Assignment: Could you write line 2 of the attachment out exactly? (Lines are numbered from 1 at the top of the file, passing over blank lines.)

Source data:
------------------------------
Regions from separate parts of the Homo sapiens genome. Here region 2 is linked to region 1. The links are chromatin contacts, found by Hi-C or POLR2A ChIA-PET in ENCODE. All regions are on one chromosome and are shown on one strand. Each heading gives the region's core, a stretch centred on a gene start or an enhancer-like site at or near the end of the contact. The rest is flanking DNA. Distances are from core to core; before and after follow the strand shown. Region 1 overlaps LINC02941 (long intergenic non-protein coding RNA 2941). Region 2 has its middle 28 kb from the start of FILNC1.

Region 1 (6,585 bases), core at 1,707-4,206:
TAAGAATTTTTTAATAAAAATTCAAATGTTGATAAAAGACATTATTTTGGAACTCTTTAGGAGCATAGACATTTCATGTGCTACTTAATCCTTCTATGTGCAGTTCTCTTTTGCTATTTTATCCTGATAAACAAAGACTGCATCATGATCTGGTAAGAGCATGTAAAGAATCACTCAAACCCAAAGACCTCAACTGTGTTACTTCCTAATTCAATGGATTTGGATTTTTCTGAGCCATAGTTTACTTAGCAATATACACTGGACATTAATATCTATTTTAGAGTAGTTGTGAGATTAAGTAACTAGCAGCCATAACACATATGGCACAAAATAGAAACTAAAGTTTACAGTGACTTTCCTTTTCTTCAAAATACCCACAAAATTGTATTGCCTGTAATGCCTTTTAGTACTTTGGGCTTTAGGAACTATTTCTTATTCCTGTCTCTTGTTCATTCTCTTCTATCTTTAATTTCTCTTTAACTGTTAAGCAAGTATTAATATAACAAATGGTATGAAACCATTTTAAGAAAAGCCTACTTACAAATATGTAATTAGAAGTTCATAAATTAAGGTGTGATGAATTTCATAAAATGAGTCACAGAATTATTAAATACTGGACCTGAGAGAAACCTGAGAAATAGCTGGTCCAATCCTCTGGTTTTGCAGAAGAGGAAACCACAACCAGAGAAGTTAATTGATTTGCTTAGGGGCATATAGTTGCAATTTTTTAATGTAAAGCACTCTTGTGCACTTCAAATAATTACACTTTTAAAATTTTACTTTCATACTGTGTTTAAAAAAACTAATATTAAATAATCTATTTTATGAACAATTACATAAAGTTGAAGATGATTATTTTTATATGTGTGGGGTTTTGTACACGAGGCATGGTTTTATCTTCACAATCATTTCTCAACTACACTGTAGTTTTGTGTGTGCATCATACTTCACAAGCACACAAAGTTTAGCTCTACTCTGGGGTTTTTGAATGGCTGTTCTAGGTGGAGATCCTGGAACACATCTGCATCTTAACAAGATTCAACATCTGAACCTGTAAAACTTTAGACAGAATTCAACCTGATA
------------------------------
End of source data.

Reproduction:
Region 1 (6,585 bases), core at 1,707-4,206: